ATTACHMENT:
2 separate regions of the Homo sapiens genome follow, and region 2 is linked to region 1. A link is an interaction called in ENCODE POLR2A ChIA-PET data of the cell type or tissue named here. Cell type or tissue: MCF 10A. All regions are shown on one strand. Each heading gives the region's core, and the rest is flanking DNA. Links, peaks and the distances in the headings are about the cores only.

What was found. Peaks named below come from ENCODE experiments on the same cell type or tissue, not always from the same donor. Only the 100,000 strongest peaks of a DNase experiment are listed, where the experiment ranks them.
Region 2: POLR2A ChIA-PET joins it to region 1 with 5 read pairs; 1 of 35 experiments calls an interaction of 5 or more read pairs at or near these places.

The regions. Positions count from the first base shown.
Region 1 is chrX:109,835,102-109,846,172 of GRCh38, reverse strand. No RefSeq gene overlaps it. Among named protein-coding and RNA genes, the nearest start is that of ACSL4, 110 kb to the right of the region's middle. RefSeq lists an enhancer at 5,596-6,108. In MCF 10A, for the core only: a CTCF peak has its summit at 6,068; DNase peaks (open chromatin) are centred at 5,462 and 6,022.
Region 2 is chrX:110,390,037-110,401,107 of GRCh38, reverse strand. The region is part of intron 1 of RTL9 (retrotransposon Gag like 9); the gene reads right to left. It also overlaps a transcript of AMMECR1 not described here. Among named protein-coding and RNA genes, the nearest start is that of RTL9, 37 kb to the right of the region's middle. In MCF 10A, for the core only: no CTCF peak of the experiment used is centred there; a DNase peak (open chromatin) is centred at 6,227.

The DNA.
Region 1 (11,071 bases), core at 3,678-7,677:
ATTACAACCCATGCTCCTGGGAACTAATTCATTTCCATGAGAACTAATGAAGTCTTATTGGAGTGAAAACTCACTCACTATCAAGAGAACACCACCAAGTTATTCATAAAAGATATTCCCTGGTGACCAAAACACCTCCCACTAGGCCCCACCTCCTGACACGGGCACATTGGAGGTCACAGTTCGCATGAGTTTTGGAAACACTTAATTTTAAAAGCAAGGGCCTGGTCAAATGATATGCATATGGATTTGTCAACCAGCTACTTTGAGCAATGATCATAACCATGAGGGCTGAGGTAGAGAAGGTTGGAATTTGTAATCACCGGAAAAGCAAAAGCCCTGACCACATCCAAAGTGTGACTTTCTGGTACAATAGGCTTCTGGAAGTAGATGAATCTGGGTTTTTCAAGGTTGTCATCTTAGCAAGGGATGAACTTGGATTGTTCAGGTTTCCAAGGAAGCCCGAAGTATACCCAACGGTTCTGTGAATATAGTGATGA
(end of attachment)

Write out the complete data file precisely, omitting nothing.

2 separate regions of the Homo sapiens genome follow, and region 2 is linked to region 1. A link is an interaction called in ENCODE POLR2A ChIA-PET data of the cell type or tissue named here. Cell type or tissue: MCF 10A. All regions are shown on one strand. Each heading gives the region's core, and the rest is flanking DNA. Links, peaks and the distances in the headings are about the cores only.

What was found. Peaks named below come from ENCODE experiments on the same cell type or tissue, not always from the same donor. Only the 100,000 strongest peaks of a DNase experiment are listed, where the experiment ranks them.
Region 2: POLR2A ChIA-PET joins it to region 1 with 5 read pairs; 1 of 35 experiments calls an interaction of 5 or more read pairs at or near these places.

The regions. Positions count from the first base shown.
Region 1 is chrX:109,835,102-109,846,172 of GRCh38, reverse strand. No RefSeq gene overlaps it. Among named protein-coding and RNA genes, the nearest start is that of ACSL4, 110 kb to the right of the region's middle. RefSeq lists an enhancer at 5,596-6,108. In MCF 10A, for the core only: a CTCF peak has its summit at 6,068; DNase peaks (open chromatin) are centred at 5,462 and 6,022.
Region 2 is chrX:110,390,037-110,401,107 of GRCh38, reverse strand. The region is part of intron 1 of RTL9 (retrotransposon Gag like 9); the gene reads right to left. It also overlaps a transcript of AMMECR1 not described here. Among named protein-coding and RNA genes, the nearest start is that of RTL9, 37 kb to the right of the region's middle. In MCF 10A, for the core only: no CTCF peak of the experiment used is centred there; a DNase peak (open chromatin) is centred at 6,227.

The DNA.
Region 1 (11,071 bases), core at 3,678-7,677:
ATTACAACCCATGCTCCTGGGAACTAATTCATTTCCATGAGAACTAATGAAGTCTTATTGGAGTGAAAACTCACTCACTATCAAGAGAACACCACCAAGTTATTCATAAAAGATATTCCCTGGTGACCAAAACACCTCCCACTAGGCCCCACCTCCTGACACGGGCACATTGGAGGTCACAGTTCGCATGAGTTTTGGAAACACTTAATTTTAAAAGCAAGGGCCTGGTCAAATGATATGCATATGGATTTGTCAACCAGCTACTTTGAGCAATGATCATAACCATGAGGGCTGAGGTAGAGAAGGTTGGAATTTGTAATCACCGGAAAAGCAAAAGCCCTGACCACATCCAAAGTGTGACTTTCTGGTACAATAGGCTTCTGGAAGTAGATGAATCTGGGTTTTTCAAGGTTGTCATCTTAGCAAGGGATGAACTTGGATTGTTCAGGTTTCCAAGGAAGCCCGAAGTATACCCAACGGTTCTGTGAATATAGTGATGA